• A nice New Zealand Sauvignon Blanc will retail for $30 whereas an unbranded “cleanskin” version of the same wine could sell for as little as $10. For a brand and reputation value of 66% of the total price.

There are lots of other reasons for these price differences and the total return on intellectual property is a function of both price and volume. Even so, the insight remains… to get a quick test of the value of a piece of intellectual property, look for the nearest substitute without your intellectual property and compare the economic value of the two.

Metrics to help you build the case for design

The big consulting firms (McKinsey, Booz Allen and BCG) would all love to get you to use more metrics to analyse innovation. Partly because it allows them to apply their existing left-brain analytical skills to your right-brain creative design challenges. Everyone has their own take on the role of metrics in design. Whatever side you take there is a lack of easy metrics that you can use to quickly explain to your CEO and CFO why design is important to your company’s growth.

Below are the top 5 metrics that you can pick up today to benchmark your business against your competitors. These are not the only metrics but they are the ones that you’ll be able to use to make a strong case for investing in design:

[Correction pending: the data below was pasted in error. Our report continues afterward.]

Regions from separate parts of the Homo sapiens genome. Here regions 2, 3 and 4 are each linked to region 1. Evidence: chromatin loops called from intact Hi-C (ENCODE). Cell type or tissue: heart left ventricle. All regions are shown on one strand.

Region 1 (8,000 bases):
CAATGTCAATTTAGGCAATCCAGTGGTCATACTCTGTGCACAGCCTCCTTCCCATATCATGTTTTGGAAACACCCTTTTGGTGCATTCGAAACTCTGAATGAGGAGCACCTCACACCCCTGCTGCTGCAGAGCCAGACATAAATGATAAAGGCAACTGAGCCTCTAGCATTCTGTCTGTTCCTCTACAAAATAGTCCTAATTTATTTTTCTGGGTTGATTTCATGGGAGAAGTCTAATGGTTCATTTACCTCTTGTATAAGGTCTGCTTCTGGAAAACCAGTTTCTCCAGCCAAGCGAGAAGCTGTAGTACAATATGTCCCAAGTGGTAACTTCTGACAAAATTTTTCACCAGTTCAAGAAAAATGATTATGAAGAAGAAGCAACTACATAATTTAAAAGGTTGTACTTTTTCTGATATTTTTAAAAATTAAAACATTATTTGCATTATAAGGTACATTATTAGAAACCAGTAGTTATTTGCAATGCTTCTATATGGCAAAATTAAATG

1. Vitality Index

Sales from products created in last 3 years / Total sales

2. Contribution margin

(Sales – Direct costs) / Total sales

3. Return on assets

Net profit before tax / Total assets

4. Brand value

Expected net annual cashflow from your branded products / Your target annual return on investment percentage

5. Return on intellectual property

Total sales / (Market capitalisation – Physical assets)

Warning, these are not measures that you will be using to manage your design process. Later on, we’ll cover metrics such as delivery in full on time as specified (DIFOTAS), Return on innovation investment (ROII), Time to market (TTM) and a whole host of activity measures.

Next week we’ll calculate the numbers for these metrics for a couple of example companies so that you can compare your own performance.

Slides to help you build the case for design

Frog Design, Ideo, Stone Yamishita
I’ve learned a lot about presenting complex ideas from watching how design firms pitch themselves.

Powerpoint is a dangerous tool. Nevertheless, it’s useful to see how the top design and innovation firms describe what they do. Below are examples of how these design and innovation firms present to a general business audience. A couple of them were made for specific events so don’t get too distracted by the detail.